Hi, I’m Andrew, here at Google and I’m with the team that built the Pixel C...Ask Us Anything!
Andrew Bowers here with the Pixel C team(proof!): https://twitter.com/Android/status/674659815885578241
We have been working to get Pixel C out the door before the holidays, and now that we have time to breath, we wanted to answer your questions. We’ll be answering your questions from 11 to 12 PM PT (1800-1900 UTC) so...Ask Us Anything!
A bit more about us (we’ll initial our responses):
Hiroshi Lockheimer, SVP Android and ChromeOS. I still don’t skydive. (I promise I am here!)
Andrew Bowers, Director for Consumer Hardware. Obsessive Pixel Perfectionist Glen Murphy, Director of UX for Android and Chrome. Displaced Australian. Kevin Tom, Product Manager for Pixel C. Roller coaster addict Puneet Kumar, Software Director for Pixel C, software cat herder.
Benson Leung, Software Engineer, USB C vigilante
EDIT: Thank you everyone! It was a lot of fun, and we are glad we got to answer some of your questions. Back to work now!
GM: We're working hard on a range of enhancements for Android in this form-factor - there are many things, like multiwindow, that we've been spending a lot of time on - hopefully we can share more about this soon.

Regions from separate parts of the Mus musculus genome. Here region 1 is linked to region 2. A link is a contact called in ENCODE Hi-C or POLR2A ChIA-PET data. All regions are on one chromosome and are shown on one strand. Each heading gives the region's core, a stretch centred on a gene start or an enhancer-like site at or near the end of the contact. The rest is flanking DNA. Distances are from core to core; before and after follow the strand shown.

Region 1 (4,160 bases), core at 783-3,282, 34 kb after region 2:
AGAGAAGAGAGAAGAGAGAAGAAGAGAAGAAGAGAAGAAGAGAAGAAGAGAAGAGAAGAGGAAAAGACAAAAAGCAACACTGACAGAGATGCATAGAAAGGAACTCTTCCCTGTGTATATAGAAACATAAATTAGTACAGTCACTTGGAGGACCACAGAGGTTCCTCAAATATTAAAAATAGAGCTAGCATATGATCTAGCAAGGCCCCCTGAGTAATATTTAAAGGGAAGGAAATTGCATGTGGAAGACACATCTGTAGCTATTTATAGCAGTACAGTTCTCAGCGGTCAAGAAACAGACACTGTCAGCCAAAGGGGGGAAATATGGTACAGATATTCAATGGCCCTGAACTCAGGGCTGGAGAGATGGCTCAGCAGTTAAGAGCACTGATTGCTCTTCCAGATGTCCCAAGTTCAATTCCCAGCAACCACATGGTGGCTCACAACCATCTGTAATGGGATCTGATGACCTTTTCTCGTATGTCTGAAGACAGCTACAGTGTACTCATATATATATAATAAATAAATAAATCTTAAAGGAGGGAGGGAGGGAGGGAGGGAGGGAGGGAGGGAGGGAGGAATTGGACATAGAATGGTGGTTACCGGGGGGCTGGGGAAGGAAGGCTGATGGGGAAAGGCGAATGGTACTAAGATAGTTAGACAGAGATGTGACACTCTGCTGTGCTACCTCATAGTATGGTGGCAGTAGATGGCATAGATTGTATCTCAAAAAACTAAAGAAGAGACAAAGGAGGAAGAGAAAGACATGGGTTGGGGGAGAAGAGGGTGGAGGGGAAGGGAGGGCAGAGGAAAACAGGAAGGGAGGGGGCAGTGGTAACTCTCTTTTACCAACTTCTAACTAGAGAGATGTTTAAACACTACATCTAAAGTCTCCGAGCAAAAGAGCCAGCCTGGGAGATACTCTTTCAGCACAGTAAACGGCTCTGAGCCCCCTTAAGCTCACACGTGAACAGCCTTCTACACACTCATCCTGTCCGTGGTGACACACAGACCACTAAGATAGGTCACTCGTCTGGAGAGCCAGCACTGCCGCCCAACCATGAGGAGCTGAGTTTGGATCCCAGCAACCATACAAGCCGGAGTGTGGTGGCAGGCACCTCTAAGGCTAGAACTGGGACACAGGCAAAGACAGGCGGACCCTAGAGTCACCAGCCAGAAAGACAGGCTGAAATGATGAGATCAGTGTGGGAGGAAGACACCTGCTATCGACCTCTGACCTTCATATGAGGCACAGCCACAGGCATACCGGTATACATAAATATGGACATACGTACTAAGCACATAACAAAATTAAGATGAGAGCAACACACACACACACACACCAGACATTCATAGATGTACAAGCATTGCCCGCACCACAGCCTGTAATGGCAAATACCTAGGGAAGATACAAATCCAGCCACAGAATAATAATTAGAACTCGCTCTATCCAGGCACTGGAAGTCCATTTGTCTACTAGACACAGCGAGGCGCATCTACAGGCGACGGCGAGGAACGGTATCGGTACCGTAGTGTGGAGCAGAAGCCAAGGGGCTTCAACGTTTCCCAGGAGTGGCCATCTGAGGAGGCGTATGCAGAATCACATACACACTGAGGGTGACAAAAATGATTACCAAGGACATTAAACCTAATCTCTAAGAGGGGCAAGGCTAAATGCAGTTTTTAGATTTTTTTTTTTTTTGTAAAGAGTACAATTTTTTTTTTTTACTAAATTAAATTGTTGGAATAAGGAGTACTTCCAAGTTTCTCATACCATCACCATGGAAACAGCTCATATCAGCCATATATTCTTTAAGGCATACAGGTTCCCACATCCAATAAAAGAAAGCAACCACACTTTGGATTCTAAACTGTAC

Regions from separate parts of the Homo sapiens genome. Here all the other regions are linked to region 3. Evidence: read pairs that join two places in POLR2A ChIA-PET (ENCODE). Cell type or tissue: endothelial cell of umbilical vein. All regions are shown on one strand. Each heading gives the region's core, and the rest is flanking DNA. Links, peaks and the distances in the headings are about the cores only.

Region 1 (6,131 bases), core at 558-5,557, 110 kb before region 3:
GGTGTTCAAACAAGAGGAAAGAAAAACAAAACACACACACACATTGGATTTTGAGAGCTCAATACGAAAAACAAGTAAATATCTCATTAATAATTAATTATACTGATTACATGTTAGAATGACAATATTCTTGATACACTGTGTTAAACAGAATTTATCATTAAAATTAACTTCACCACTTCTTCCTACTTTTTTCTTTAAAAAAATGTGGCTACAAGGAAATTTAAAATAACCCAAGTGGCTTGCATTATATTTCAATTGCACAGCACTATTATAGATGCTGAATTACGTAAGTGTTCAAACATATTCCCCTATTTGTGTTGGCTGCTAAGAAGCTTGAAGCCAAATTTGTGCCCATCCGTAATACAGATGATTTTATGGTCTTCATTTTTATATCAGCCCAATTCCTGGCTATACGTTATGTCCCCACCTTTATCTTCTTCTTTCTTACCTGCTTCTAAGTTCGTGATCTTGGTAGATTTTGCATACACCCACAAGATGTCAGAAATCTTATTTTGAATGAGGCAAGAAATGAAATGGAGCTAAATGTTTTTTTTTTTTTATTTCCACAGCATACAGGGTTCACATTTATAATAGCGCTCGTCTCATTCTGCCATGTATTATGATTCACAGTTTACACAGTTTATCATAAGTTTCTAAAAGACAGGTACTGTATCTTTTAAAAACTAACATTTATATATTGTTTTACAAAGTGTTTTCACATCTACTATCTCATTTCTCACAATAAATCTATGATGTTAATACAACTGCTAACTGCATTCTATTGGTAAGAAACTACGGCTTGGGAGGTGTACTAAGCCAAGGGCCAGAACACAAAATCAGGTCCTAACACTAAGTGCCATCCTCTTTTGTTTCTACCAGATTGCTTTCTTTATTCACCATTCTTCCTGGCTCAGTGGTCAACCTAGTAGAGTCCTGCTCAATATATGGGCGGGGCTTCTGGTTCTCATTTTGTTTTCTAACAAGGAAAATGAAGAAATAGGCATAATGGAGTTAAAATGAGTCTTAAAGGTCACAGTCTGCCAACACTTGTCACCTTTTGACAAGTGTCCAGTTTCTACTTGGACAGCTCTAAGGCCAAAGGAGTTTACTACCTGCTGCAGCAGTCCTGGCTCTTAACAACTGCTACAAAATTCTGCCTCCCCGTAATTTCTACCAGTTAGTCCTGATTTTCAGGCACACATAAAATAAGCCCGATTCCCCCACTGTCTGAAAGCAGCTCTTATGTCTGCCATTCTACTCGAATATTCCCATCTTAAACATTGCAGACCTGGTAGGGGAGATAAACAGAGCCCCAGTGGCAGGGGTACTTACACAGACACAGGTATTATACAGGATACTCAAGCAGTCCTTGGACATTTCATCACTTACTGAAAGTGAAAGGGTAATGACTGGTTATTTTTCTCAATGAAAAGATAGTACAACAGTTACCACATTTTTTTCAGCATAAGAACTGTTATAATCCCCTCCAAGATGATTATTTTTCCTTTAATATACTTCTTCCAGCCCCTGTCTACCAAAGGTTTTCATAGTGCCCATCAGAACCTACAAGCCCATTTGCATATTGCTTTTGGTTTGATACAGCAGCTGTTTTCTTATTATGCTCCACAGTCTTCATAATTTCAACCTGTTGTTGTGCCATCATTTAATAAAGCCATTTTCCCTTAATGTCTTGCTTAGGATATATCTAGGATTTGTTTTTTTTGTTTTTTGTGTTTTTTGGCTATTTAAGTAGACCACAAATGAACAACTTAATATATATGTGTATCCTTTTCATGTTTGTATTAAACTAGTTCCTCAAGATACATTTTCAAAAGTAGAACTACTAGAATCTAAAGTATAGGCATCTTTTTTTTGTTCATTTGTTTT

Hi Andrew, during the Google product keynote in October, you said "Like our other Pixel devices, the Pixel C will get better over time, with software updates every six weeks."
Can you clarify how the Pixel update roadmap will differ from normal Android releases? I know that Chrome OS receives updates every six weeks, but to my knowledge, Android is very different. Nexus devices gets monthly security updates, but larger software/feature updates are significantly more spaced out, with major releases once a year, a couple minor releases every few months. Can we expect the Pixel C to be on a different schedule?
AB: Great question. Let me kick that over to Puneet!
PK: We expect to update Pixel C on regular cadence lining up with the monthly security updates for Android
The Pixel C is a beautiful device, you guys do amazing design work (Pixel 2 LS owner).